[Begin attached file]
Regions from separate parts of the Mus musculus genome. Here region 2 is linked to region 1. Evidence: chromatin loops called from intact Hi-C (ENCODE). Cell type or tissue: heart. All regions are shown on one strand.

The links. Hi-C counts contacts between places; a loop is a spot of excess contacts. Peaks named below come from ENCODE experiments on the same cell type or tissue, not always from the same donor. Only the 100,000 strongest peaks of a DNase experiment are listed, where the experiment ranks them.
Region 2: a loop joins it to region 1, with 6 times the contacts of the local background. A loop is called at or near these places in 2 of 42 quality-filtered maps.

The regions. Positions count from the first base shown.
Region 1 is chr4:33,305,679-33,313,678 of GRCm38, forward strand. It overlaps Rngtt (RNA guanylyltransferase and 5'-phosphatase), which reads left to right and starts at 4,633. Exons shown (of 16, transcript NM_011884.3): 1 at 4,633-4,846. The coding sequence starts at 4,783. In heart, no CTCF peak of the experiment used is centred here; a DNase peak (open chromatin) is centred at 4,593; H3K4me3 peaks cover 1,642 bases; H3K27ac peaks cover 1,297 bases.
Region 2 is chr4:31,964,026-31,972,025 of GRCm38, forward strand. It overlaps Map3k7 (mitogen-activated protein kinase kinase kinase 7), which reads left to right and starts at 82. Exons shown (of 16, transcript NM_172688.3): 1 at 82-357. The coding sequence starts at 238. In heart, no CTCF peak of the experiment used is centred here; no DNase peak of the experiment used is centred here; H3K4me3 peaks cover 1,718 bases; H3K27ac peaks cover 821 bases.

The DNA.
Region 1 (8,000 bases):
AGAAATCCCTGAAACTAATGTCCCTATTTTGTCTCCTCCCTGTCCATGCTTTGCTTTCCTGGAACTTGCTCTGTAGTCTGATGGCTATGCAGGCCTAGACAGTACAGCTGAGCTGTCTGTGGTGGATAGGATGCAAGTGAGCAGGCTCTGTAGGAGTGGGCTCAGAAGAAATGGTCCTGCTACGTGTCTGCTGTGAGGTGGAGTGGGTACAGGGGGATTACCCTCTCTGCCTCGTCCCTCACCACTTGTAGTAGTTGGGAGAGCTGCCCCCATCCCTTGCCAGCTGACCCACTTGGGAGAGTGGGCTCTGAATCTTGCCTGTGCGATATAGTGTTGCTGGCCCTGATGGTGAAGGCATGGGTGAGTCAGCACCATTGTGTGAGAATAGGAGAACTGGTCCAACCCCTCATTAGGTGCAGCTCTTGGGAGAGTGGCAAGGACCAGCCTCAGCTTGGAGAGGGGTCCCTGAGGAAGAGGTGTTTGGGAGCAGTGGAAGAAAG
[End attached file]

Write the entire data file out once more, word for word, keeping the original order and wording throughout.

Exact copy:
Regions from separate parts of the Mus musculus genome. Here region 2 is linked to region 1. Evidence: chromatin loops called from intact Hi-C (ENCODE). Cell type or tissue: heart. All regions are shown on one strand.

The links. Hi-C counts contacts between places; a loop is a spot of excess contacts. Peaks named below come from ENCODE experiments on the same cell type or tissue, not always from the same donor. Only the 100,000 strongest peaks of a DNase experiment are listed, where the experiment ranks them.
Region 2: a loop joins it to region 1, with 6 times the contacts of the local background. A loop is called at or near these places in 2 of 42 quality-filtered maps.

The regions. Positions count from the first base shown.
Region 1 is chr4:33,305,679-33,313,678 of GRCm38, forward strand. It overlaps Rngtt (RNA guanylyltransferase and 5'-phosphatase), which reads left to right and starts at 4,633. Exons shown (of 16, transcript NM_011884.3): 1 at 4,633-4,846. The coding sequence starts at 4,783. In heart, no CTCF peak of the experiment used is centred here; a DNase peak (open chromatin) is centred at 4,593; H3K4me3 peaks cover 1,642 bases; H3K27ac peaks cover 1,297 bases.
Region 2 is chr4:31,964,026-31,972,025 of GRCm38, forward strand. It overlaps Map3k7 (mitogen-activated protein kinase kinase kinase 7), which reads left to right and starts at 82. Exons shown (of 16, transcript NM_172688.3): 1 at 82-357. The coding sequence starts at 238. In heart, no CTCF peak of the experiment used is centred here; no DNase peak of the experiment used is centred here; H3K4me3 peaks cover 1,718 bases; H3K27ac peaks cover 821 bases.

The DNA.
Region 1 (8,000 bases):
AGAAATCCCTGAAACTAATGTCCCTATTTTGTCTCCTCCCTGTCCATGCTTTGCTTTCCTGGAACTTGCTCTGTAGTCTGATGGCTATGCAGGCCTAGACAGTACAGCTGAGCTGTCTGTGGTGGATAGGATGCAAGTGAGCAGGCTCTGTAGGAGTGGGCTCAGAAGAAATGGTCCTGCTACGTGTCTGCTGTGAGGTGGAGTGGGTACAGGGGGATTACCCTCTCTGCCTCGTCCCTCACCACTTGTAGTAGTTGGGAGAGCTGCCCCCATCCCTTGCCAGCTGACCCACTTGGGAGAGTGGGCTCTGAATCTTGCCTGTGCGATATAGTGTTGCTGGCCCTGATGGTGAAGGCATGGGTGAGTCAGCACCATTGTGTGAGAATAGGAGAACTGGTCCAACCCCTCATTAGGTGCAGCTCTTGGGAGAGTGGCAAGGACCAGCCTCAGCTTGGAGAGGGGTCCCTGAGGAAGAGGTGTTTGGGAGCAGTGGAAGAAAG